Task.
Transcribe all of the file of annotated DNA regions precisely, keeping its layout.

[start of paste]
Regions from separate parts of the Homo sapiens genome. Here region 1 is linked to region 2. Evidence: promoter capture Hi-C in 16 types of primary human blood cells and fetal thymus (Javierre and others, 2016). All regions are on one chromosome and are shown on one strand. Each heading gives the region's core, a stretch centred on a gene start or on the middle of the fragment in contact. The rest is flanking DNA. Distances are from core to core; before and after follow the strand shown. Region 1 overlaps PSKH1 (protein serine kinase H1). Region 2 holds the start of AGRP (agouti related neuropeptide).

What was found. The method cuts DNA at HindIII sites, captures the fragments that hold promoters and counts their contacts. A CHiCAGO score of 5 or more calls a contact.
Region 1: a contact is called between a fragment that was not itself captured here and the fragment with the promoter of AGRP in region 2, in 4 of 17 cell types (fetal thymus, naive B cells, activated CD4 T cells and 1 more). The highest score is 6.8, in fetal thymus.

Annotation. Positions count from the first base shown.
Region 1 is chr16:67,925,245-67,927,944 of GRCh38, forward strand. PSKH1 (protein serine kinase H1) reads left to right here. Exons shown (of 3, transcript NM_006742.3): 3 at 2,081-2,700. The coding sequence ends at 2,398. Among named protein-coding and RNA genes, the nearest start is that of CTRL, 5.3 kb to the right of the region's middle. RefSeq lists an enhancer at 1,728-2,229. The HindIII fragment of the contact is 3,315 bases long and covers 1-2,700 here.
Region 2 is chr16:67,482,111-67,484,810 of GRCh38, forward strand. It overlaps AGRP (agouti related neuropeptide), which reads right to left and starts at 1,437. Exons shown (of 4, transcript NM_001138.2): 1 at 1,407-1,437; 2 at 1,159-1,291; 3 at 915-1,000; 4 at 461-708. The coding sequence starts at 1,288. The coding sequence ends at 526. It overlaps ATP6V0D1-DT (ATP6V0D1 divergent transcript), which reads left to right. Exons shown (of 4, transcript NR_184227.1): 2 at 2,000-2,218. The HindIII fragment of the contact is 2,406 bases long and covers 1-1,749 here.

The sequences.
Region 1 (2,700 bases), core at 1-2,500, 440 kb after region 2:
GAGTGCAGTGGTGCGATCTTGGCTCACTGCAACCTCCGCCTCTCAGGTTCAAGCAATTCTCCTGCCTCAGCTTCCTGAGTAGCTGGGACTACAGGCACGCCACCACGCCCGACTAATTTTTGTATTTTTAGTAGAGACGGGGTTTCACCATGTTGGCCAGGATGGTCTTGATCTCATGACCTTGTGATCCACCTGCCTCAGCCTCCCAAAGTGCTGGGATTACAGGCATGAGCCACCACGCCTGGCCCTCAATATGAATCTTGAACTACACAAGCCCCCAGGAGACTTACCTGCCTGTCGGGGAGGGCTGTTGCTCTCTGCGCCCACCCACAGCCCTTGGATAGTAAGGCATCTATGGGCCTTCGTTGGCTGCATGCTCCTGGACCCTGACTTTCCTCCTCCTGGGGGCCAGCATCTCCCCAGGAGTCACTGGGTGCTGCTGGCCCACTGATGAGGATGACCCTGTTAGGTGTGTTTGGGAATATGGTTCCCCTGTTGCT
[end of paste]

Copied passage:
Regions from separate parts of the Homo sapiens genome. Here region 1 is linked to region 2. Evidence: promoter capture Hi-C in 16 types of primary human blood cells and fetal thymus (Javierre and others, 2016). All regions are on one chromosome and are shown on one strand. Each heading gives the region's core, a stretch centred on a gene start or on the middle of the fragment in contact. The rest is flanking DNA. Distances are from core to core; before and after follow the strand shown. Region 1 overlaps PSKH1 (protein serine kinase H1). Region 2 holds the start of AGRP (agouti related neuropeptide).

What was found. The method cuts DNA at HindIII sites, captures the fragments that hold promoters and counts their contacts. A CHiCAGO score of 5 or more calls a contact.
Region 1: a contact is called between a fragment that was not itself captured here and the fragment with the promoter of AGRP in region 2, in 4 of 17 cell types (fetal thymus, naive B cells, activated CD4 T cells and 1 more). The highest score is 6.8, in fetal thymus.

Annotation. Positions count from the first base shown.
Region 1 is chr16:67,925,245-67,927,944 of GRCh38, forward strand. PSKH1 (protein serine kinase H1) reads left to right here. Exons shown (of 3, transcript NM_006742.3): 3 at 2,081-2,700. The coding sequence ends at 2,398. Among named protein-coding and RNA genes, the nearest start is that of CTRL, 5.3 kb to the right of the region's middle. RefSeq lists an enhancer at 1,728-2,229. The HindIII fragment of the contact is 3,315 bases long and covers 1-2,700 here.
Region 2 is chr16:67,482,111-67,484,810 of GRCh38, forward strand. It overlaps AGRP (agouti related neuropeptide), which reads right to left and starts at 1,437. Exons shown (of 4, transcript NM_001138.2): 1 at 1,407-1,437; 2 at 1,159-1,291; 3 at 915-1,000; 4 at 461-708. The coding sequence starts at 1,288. The coding sequence ends at 526. It overlaps ATP6V0D1-DT (ATP6V0D1 divergent transcript), which reads left to right. Exons shown (of 4, transcript NR_184227.1): 2 at 2,000-2,218. The HindIII fragment of the contact is 2,406 bases long and covers 1-1,749 here.

The sequences.
Region 1 (2,700 bases), core at 1-2,500, 440 kb after region 2:
GAGTGCAGTGGTGCGATCTTGGCTCACTGCAACCTCCGCCTCTCAGGTTCAAGCAATTCTCCTGCCTCAGCTTCCTGAGTAGCTGGGACTACAGGCACGCCACCACGCCCGACTAATTTTTGTATTTTTAGTAGAGACGGGGTTTCACCATGTTGGCCAGGATGGTCTTGATCTCATGACCTTGTGATCCACCTGCCTCAGCCTCCCAAAGTGCTGGGATTACAGGCATGAGCCACCACGCCTGGCCCTCAATATGAATCTTGAACTACACAAGCCCCCAGGAGACTTACCTGCCTGTCGGGGAGGGCTGTTGCTCTCTGCGCCCACCCACAGCCCTTGGATAGTAAGGCATCTATGGGCCTTCGTTGGCTGCATGCTCCTGGACCCTGACTTTCCTCCTCCTGGGGGCCAGCATCTCCCCAGGAGTCACTGGGTGCTGCTGGCCCACTGATGAGGATGACCCTGTTAGGTGTGTTTGGGAATATGGTTCCCCTGTTGCT